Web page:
The Hitchhiker’s Guide to Online Anonymity

How I learned to start worrying and love privacy anonymity

The latest Version is v1.1.6-pre1 See the changelog.

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GPG Key Fingerprint: 9EA9 8278 639F 1CD8 53E0 96CB FF94 5075 87A6 A9B9 / Minisign public key:

How to check files for safety/integrity and authenticity:

The (currently unavailable) PDF and ODT files of this guide are cryptographically signed using GPG and Minisign. Their integrity can be verified with the published SHA256 Checksum hashes on this website. SHA256 checksums of all the PDF and ODT files are available here in the sha256sum.txt file. SHA256 checksums, signatures, and VirusTotal (“VT”) checks of the releases files (containing the whole repository) are available within the latest release information at which will be available as soon as we have a stable release.

The GPG signatures for each PDF and ODT files are available here:

The Minisign signatures for each PDF and ODT files are available here:

How to check the integrity of files using SHA256 checksums:

First get the hash of your local file by following these steps for your OS:




All commits and releases on this repository are cryptographically signed and verified by each collaborator (check for the “Verified” tags on commits and releases).

How to verify the the authenticity and integrity of files using GPG:

To verify files with GPG signatures, you should first install gpg on your system:

Import the master signing key from a trusted source of the publisher using the following command from a command prompt or terminal:

gpg --auto-key-locate nodefault,wkd --locate-keys 9EA98278639F1CD853E096CBFF94507587A6A9B9

In theory this command should fetch the key from the a default pool server. If this doesn’t work, you can also download/view it directly from here (in our case):

As well as the published key on any keyserver below (search for the fingerprint 9EA98278639F1CD853E096CBFF94507587A6A9B9):

You should then import it manually by issuing the following command on any OS:

gpg --import 9EA98278639F1CD853E096CBFF94507587A6A9B9.asc

The master signing key allows you to verify all other project-related keys. Once you have the master signing key and are confident it’s the correct key (nobody has tampered with it), mark the key as trusted by locally signing it:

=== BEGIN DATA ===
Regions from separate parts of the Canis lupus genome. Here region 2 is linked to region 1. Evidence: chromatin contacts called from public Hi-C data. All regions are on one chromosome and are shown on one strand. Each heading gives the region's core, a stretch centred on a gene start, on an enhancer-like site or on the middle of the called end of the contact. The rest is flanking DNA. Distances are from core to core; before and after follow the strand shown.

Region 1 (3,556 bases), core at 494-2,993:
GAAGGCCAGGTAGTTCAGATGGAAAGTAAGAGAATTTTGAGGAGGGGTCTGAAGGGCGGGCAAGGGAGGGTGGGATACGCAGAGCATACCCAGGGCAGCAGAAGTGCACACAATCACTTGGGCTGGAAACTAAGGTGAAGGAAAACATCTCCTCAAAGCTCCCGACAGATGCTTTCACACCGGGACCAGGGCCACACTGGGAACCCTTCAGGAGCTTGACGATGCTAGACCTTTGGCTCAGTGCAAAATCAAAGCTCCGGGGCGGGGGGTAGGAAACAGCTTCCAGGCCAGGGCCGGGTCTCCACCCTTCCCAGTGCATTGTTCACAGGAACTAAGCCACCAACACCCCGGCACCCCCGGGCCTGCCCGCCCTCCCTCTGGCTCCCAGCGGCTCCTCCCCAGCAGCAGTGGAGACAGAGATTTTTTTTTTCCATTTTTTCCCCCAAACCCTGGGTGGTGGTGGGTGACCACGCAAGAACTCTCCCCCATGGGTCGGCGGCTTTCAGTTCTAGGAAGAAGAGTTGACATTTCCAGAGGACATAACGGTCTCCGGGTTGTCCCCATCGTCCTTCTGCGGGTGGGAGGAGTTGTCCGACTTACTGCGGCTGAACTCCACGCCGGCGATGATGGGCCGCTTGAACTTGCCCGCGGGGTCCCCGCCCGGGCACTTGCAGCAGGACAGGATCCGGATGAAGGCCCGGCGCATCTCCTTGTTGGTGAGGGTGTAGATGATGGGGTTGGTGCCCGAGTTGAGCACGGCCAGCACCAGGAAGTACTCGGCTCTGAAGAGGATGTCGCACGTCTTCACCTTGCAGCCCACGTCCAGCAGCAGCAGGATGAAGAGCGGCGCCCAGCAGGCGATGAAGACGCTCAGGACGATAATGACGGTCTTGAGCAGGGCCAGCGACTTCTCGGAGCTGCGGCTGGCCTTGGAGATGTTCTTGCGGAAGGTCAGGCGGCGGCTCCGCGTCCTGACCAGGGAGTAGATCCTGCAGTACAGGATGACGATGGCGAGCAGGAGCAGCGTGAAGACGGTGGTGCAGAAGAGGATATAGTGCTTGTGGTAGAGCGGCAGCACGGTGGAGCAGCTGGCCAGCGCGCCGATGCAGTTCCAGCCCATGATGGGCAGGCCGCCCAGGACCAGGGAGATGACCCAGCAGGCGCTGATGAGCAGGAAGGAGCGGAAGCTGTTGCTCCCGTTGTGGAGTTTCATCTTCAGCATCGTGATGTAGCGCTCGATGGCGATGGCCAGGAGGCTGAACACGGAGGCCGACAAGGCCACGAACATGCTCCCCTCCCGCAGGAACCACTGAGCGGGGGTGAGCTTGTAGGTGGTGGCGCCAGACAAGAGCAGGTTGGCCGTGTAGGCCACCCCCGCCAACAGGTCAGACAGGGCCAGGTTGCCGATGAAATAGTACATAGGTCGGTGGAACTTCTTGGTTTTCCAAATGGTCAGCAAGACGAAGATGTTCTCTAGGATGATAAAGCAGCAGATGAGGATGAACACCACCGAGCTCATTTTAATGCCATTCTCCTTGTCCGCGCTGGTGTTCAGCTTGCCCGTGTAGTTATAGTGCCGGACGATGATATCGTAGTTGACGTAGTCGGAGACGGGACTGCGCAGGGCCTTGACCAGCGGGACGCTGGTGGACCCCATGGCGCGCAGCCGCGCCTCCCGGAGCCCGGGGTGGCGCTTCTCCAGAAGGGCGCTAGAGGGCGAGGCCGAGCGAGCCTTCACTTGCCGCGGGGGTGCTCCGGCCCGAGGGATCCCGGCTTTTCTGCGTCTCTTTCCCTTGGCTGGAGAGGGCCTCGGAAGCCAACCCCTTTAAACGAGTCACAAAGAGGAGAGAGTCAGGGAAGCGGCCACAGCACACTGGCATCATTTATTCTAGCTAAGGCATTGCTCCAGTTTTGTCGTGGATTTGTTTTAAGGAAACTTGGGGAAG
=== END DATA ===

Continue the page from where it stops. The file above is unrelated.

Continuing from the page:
gpg --lsign-key 9EA98278639F1CD853E096CBFF94507587A6A9B9

Alternatively, if you use Kleopatra, it will ask you to certify the key. Certify the key to mark it as trusted.

Once you have the master key downloaded, imported, and certified, you will obtain a copy of the release key.

gpg --auto-key-locate nodefault,wkd --locate-keys 83A6CF9EF57AC25B5C7F5D29285E6048A12321B2 (to import the release signing key) (to download the key yourself)

If you use GPG directly, you won’t need to mark the release signing key as trusted, because it’s already signed by the master signing key. If you use Kleopatra, the process to import the release signing key is the same as importing the master signing key.

Finally, verify the asc signature file (links above) against the PDF file by issuing the following example command:

gpg --verify guide.pdf.asc guide.pdf"

This should output a result showing it matches a signature created by the release signing key, and is therefore a good result.

How to verify the the authenticity and integrity of the files using Minisign:

To verify the files with Minisign:

How to check the relative safety of files or even URLs (such as using VirusTotal:

Note: we do not endorse VirusTotal. It should be used with extreme caution, never with any sensitive files, due to their privacy policies. Do not upload sensitive files to VirusTotal.

Temporarily Disabled. The PDF and ODT files of this guide have been checked by VT, see the links below for an example but do not trust these hashes blindly. Check the hashes match and re-upload to VT if needed:

Additional manual safety checks for the PDF files:

For additional safety, you can always double check the PDF files using the PDFID tool which you can download at (You might be wondering: “Why should I trust a random python script?” Well, it is open-source and well-known. It is also probably a safer bet than trusting a random PDF).

Here are the steps:

python file-to-check.pdf

And you should see the following entries at 0 for safety, this 0 means there is no Javascript or any action that could possibly execute malicious macros, scripts, etc. Normally this won’t be necessary as most modern PDF readers won’t execute those scripts anyway.

/JS                    0 #This indicates the presence of Javascript which could be malicious
/JavaScript            0 #This indicates the presence of Javascript which could be malicious
/AA                    0 #This indicates the presence of automatic action on opening
/OpenAction            0 #This indicates the presence of automatic action on opening
/AcroForm              0 #This indicates the presence of AcroForm which could contain malicious JavaScript
/JBIG2Decode           0 #This indicates the PDF uses JBIG2 compression which could be used for obfuscating malicious content
/RichMedia             0 #This indicates the presence rich media within the PDF such as Flash
/Launch                0 #This counts the launch actions
/EmbeddedFile          0 #This indicates there are embedded files within the PDF
/XFA                   0 #This indicates the presence of XML Forms within the PDF